The company knew that parts for IKEA furniture were constructed using both political prisoners and criminals, according to a report from auditor Ernst & Young. The company also knew that the prisoners were being forced to work without compensation.
The report was commissioned by IKEA after the firm was accused of the practice in the German and Swedish media last year, The New York Times reports.
Many of the prisoners in question were imprisoned by the communist government of East Germany for being critical of the government and communism in general. Employees of IKEA visited the production sites during the time in question and, while concerns were expressed about forced labor, no action was taken to remove the work from those factories, the report says.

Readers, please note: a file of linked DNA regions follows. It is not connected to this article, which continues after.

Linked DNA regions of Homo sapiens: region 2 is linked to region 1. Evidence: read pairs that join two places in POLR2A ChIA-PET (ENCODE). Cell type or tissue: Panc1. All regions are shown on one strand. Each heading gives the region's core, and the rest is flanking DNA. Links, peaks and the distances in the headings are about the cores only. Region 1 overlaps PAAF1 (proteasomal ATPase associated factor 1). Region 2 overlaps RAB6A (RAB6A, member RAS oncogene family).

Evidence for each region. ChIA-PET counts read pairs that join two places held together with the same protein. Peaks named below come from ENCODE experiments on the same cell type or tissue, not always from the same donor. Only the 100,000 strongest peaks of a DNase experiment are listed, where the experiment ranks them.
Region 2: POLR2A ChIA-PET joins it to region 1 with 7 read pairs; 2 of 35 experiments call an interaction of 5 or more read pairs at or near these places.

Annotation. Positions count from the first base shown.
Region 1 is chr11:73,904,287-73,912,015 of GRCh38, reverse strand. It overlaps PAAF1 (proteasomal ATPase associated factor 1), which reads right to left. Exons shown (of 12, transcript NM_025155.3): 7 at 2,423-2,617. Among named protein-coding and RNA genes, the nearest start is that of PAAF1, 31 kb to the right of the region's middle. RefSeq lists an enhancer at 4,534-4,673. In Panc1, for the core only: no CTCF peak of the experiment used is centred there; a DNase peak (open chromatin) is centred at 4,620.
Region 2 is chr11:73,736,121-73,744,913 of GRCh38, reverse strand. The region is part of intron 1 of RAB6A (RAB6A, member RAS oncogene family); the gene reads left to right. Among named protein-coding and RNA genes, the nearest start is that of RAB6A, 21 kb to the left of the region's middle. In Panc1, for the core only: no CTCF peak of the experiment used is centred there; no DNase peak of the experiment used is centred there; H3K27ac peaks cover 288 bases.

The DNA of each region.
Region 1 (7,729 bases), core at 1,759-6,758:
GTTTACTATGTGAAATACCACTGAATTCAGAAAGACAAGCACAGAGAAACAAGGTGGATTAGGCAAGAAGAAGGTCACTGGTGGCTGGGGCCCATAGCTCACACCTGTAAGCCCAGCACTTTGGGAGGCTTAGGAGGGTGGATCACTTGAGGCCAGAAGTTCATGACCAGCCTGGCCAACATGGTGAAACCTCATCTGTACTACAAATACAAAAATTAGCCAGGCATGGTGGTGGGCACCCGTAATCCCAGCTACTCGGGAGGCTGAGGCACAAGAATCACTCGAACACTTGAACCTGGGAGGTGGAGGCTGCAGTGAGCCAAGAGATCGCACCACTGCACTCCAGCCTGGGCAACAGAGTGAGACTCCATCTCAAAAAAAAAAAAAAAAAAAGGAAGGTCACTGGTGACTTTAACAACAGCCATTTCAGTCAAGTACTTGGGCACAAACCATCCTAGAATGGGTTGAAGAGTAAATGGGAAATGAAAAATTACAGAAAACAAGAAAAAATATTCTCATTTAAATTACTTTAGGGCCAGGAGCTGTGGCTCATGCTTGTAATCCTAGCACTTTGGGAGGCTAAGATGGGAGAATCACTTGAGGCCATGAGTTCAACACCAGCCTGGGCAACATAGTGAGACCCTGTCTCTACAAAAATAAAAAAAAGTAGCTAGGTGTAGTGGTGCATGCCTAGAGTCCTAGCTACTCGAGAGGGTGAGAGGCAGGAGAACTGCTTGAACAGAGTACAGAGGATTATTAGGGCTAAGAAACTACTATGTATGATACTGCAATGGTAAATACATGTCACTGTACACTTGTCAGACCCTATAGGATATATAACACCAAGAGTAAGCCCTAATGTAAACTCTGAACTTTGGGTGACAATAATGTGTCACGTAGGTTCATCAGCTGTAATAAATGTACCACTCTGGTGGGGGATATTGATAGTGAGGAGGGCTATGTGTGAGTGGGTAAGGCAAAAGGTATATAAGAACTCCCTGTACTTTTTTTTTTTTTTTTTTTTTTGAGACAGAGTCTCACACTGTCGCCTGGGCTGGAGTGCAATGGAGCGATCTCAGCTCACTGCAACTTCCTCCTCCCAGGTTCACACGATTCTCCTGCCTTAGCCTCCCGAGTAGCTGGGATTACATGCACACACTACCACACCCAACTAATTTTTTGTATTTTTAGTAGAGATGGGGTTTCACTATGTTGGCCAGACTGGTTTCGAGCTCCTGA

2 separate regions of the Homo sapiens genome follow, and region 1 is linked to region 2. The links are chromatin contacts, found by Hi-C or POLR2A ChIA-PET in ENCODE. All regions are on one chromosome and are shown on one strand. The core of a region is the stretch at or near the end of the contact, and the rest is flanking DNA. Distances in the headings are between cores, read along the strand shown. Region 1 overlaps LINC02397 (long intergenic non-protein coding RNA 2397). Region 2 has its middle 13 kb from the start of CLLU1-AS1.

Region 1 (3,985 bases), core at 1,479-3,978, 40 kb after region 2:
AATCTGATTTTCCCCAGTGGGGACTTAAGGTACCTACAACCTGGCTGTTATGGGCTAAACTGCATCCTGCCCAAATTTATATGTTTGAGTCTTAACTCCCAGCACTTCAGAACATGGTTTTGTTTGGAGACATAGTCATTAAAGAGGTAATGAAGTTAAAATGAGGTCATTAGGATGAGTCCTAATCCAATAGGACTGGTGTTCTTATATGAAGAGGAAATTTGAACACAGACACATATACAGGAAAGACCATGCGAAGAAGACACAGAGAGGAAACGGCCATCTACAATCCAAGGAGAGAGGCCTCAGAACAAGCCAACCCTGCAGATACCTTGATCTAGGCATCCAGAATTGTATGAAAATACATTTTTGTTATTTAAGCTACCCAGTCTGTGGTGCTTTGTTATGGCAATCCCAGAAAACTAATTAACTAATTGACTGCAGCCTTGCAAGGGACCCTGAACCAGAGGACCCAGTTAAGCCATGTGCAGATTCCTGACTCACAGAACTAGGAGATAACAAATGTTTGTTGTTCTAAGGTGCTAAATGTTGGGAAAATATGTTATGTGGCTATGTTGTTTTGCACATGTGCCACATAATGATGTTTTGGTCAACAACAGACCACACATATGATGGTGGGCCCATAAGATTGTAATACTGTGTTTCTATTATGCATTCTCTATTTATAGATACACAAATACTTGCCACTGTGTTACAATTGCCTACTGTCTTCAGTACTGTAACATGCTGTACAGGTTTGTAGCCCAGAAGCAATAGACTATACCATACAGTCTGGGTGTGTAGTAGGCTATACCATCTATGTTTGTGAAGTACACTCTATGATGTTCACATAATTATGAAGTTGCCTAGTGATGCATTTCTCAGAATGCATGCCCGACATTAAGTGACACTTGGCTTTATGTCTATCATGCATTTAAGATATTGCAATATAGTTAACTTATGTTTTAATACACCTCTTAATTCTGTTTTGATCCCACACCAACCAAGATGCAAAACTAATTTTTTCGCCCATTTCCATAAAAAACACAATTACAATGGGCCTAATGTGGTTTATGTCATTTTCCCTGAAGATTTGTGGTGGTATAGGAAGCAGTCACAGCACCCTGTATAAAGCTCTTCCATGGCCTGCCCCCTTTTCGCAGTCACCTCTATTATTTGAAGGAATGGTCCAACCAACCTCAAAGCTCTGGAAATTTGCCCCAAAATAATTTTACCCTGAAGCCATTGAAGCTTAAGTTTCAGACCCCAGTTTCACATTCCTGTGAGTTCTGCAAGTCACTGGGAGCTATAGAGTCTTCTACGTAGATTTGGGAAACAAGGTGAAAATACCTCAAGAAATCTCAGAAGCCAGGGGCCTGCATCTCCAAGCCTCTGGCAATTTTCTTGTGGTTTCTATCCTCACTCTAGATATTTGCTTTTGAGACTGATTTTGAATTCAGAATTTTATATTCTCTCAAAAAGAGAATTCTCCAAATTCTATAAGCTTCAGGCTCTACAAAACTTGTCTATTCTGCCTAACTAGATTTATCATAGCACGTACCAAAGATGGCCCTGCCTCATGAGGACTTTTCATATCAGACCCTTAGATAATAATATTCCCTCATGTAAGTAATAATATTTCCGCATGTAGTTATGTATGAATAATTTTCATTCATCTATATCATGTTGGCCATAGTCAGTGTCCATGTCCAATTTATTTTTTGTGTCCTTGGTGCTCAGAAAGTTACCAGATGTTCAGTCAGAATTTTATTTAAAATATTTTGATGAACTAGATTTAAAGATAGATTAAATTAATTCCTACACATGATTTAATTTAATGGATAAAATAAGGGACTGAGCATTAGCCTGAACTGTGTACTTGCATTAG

An IKEA spokesman said in a statement that the firm deeply regrets the events and that no use of forced labor currently is allowed by IKEA.
She went on to say that the firm would make a donation to groups doing research on forced labor in the former East Germany.